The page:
Is Israel an Apartheid State?
Even before the State of Israel was established, Jewish leaders consciously sought to avoid the situation that prevailed in South Africa. As David Ben-Gurion told Palestinian nationalist Musa Alami in 1934:
We do not want to create a situation like that which exists in South Africa, where the whites are the owners and rulers, and the blacks are the workers. If we do not do all kinds of work, easy and hard, skilled and unskilled, if we become merely landlords, then this will not be our homeland (Shabtai Teveth, Ben-Gurion and the Palestinian Arabs: From Peace to War, London: Oxford University Press, 1985, p. 140; Haaretz, September 23, 2003).
Today within Israel, Jews are a majority, but the Arab minority are full citizens who enjoy equal rights and are represented in all branches of government. Arabs are represented in the Knesset (parliament) and have served in the Cabinet, high-level foreign ministry posts (e.g., ambassador to Finland), and on the Supreme Court.
Under apartheid, black South Africans could not vote and were not citizens of the country in which they formed the overwhelming majority of the population. Laws dictated where they could live, work, and travel. And in South Africa, the government killed blacks who protested against its policies. By contrast, Israel allows freedom of movement, assembly, and speech. Some of the government’s harshest critics are Israeli Arabs who are members of the Knesset.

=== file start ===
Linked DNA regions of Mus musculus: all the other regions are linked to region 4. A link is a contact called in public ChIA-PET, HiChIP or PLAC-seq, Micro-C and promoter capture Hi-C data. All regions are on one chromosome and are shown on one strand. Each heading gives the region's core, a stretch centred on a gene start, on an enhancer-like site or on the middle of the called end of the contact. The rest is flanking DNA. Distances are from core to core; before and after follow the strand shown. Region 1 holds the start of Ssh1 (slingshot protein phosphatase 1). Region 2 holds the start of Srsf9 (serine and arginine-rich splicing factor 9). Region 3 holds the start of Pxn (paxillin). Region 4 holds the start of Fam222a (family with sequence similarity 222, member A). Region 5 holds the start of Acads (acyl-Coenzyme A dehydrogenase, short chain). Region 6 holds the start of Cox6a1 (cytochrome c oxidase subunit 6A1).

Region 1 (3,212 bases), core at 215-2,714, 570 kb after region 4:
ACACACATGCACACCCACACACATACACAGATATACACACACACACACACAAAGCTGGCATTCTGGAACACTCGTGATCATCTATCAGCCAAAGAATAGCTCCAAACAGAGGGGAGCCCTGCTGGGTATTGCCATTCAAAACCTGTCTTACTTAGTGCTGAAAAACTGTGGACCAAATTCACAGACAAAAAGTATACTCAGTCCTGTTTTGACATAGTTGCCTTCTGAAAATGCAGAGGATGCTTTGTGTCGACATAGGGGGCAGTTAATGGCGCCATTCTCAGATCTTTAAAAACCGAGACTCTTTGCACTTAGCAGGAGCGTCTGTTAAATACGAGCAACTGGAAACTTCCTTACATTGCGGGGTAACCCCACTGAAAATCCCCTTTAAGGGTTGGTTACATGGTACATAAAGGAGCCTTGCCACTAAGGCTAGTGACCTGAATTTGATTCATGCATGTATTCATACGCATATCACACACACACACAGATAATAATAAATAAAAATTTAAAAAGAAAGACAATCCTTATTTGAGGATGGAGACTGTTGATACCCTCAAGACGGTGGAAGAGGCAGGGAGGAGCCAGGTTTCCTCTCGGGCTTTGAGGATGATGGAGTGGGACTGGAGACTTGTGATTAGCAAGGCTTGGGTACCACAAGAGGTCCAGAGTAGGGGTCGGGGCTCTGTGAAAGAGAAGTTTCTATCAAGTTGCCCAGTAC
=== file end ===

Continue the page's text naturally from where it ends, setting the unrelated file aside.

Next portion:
The situation of Palestinians in the territories is different. The security requirements of the nation, and a violent insurrection in the territories, forced Israel to impose restrictions on Arab residents of the West Bank and (before disengagement) the Gaza Strip that are not necessary inside Israel’s pre-1967 borders. The Palestinians in the territories dispute Israel’s right to exist, whereas blacks did not seek the destruction of South Africa, only the apartheid regime.
If Israel were to give Palestinians full citizenship, it would mean the territories had been annexed. No Israeli government has been prepared to take that step. Instead, through negotiations, Israel agreed to give the Palestinians increasing authority over their own affairs. It is likely that a final settlement will allow most Palestinians to become citizens of their own state. The principal impediment to Palestinian independence is not Israeli policy; it is the unwillingness of the Palestinian leadership to give up terrorism and agree to live in peace beside Israel.
Despite all their criticism, when asked what governments they admire most, more than 80 percent of Palestinians consistently choose Israel because they can see up close the thriving democracy in Israel and the rights the Arab citizens enjoy there. By contrast, Palestinians place Arab regimes far down the list and their own Palestinian Authority at the bottom, with only 20 percent saying they admired the corrupt Arafat regime in 2003 (New York Times, April 2, 2003).
From Myths & Facts Online—A Guide to the Arab-Israeli Conflict by Mitchell G. Bard, JewishVirtualLibrary.org. Used by permission.